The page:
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Henry Lawson’s 1892 short story The Drover’s Wife is a core Australian text, the tale of a woman living in a remote rural cabin in the outback of the late 19th century. Her husband is away for months at a time, driving livestock, and when a snake approaches her cabin, she protects her children. For generations, it exemplified the resilience and determination of the white settlers.
But Lawson’s story never told us the woman’s name. She is identified only by her relationship to her husband and her children—and the snake. Now, with “The Legend of Molly Johnson,” Leah Purcell has remixed the story, giving the central character a name, a history, and an inner life. Purcell first re-wrote the story as a novel and a play, and now she has written, directed, and starred in a film. Purcell does not just tell us the woman’s name is Molly; she show us that the story deserves to be claimed as a legend. She highlights the agency Molly wrests from a system that does its best to hold on to all the power.
The use of the word “legend” in the title and the Western-style setting in the Australian outback show the influence of classics like “Fort Apache,” “Rio Bravo,” and “The Searchers.” Like those films, there is a mythic tone to the story of the struggle of untamed settlers in an untamed wilderness. We hear a British military officer who is assigned to bring order to the area cautioned by his wife: “Whilst hunting savages in this land, please do not turn into one.” As that suggests, this film engages more critically with issues of masculinity, colonialism, injustice, and abuse than its mid-century predecessors. The military officer’s wife, a crisp but sympathetic Jessica De Gouw as Louisa Klintoff, is the closest we have to a representative of the filmmaker’s view and, she hopes, of ours. Skillfully weaving in themes of race, gender, abuse, and historic injustice while making each character authentically human, the film calls on us to consider the human strength and the human cost of history.
Molly lives in a remote cabin with her children. Her husband is gone for months at a time as a “drover,” moving livestock from one area to another. Purcell wisely lets close-ups of her own face convey more than any action or dialogue could about who Molly is, what matters most to her, and what made her the person whose expression shows the struggle between constant worry and resolute determination. We first see Molly aiming her gun at an intruder, as she does repeatedly throughout the story. She has reason to suspect that anyone coming near her property means to take something from her and her children. Her only option is to aim first and fast. “I will shoot you where you stand and bury you where you fall,” she threatens one trespasser.
In that first encounter, though, it is she who takes. A bull has wandered their way. She shoots it between the eyes with no hesitation to make dinner for her children. The next to come by, enticed by the aroma of the beef, are the Klintoffs, Louisa and her husband, Nate (Sam Reid), just arrived from London and a bit dazed by the vastness of Australia. They persuade Molly that they mean no harm and she allows them to stay. As they talk, she decides to entrust them with taking her children to town to get provisions. And there is another reason; she is about to give birth, and it is best for them not to be there.
Another intruder arrives as she goes into labor. He is Yadaka (Rob Collins), indigenous and an escaped prisoner. But she is vulnerable and he offers help. She puts down her shotgun. The baby girl does not survive, and he offers to make the coffin and dig the grave. In a film filled with beautifully framed and striking images, one of the most powerful is the baby’s grave. It lies next to two others, a child and a parent, both with crude crosses. The new one marked only with the name “Mary” painted on a rock.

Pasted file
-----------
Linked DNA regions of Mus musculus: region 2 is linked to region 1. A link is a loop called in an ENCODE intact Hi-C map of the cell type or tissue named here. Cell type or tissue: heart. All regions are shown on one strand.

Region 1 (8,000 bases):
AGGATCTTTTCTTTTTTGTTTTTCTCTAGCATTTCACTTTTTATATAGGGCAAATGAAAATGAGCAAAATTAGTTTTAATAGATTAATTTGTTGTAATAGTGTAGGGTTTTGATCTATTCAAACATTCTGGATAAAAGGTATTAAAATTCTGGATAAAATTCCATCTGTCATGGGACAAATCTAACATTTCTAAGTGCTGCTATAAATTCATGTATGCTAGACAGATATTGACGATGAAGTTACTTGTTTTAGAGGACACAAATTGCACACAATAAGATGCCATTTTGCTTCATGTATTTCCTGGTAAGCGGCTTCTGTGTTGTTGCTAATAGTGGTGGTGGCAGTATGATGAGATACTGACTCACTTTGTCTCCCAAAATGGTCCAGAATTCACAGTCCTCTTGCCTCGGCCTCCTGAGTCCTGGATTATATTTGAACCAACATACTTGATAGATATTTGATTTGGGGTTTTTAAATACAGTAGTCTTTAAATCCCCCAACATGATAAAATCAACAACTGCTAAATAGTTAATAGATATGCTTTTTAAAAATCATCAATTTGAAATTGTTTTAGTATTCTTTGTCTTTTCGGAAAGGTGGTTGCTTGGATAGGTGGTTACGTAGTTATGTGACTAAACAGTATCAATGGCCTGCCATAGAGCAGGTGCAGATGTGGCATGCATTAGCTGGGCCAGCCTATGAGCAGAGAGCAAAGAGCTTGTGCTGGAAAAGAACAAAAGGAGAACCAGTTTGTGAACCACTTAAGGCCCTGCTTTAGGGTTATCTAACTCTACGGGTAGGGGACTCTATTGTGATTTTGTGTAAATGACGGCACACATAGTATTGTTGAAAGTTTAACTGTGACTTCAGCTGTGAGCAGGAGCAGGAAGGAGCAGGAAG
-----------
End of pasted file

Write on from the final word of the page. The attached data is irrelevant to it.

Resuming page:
Yadaka stays on to help and his scenes talking to Molly’s oldest son, Danny (Malachi Dower-Roberts) about manhood are among the film’s best. In the town, Nate struggles to impose British law in an environment that does not have the traditions and cultures that underly those laws. Louisa, who wants to write about her experiences and observations there, becomes ill. Conflicts arise in the town and some of them reach Molly’s cabin. She is implacable and resolute, but when her children are threatened, we see how fragile her situation is, and what kind of sacrifice she is willing to make.
The cinematic storytelling in this film would be exceptional by any director, and credit has to go to Director of Photography Mark Wareham and editor Dany Cooper. But it is remarkable that Purcell, who has already told this story as a novel and a play, was willing to jettison word-based storytelling to make this version rely so effectively on the visuals to communicate the emotions and details. Like John Ford and Howard Hawks, she understands the power of the landscape in framing the challenges of individuals struggling with the harsh environment, physical and cultural. Purcell has taken Lawson’s character and given her a name, a history, and a story worthy of the word “legend.”
Now playing in select theaters and available on digital platforms.
Nell Minow is the Contributing Editor at RogerEbert.com.
Leah Purcell as Molly Johnson
Rob Collins as Yakada
Sam Reid as Nate Clintoff
Jessica De Gouw as Louisa
Malachi Dower-Roberts as Danny Johnson
Jobe Zammit-Harvey as Henry James Johnson
Nash Zammit-Harvey as Junior Joe Johnson
Harry Greenwood as John MaPharlen
Benedict Hardie as Trooper Leslie
Nicholas Hope as Judge Eisenmangher
Craig Bourke as The Hangman
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The Legend of Molly Johnson movie review (2022) – Roger Ebert
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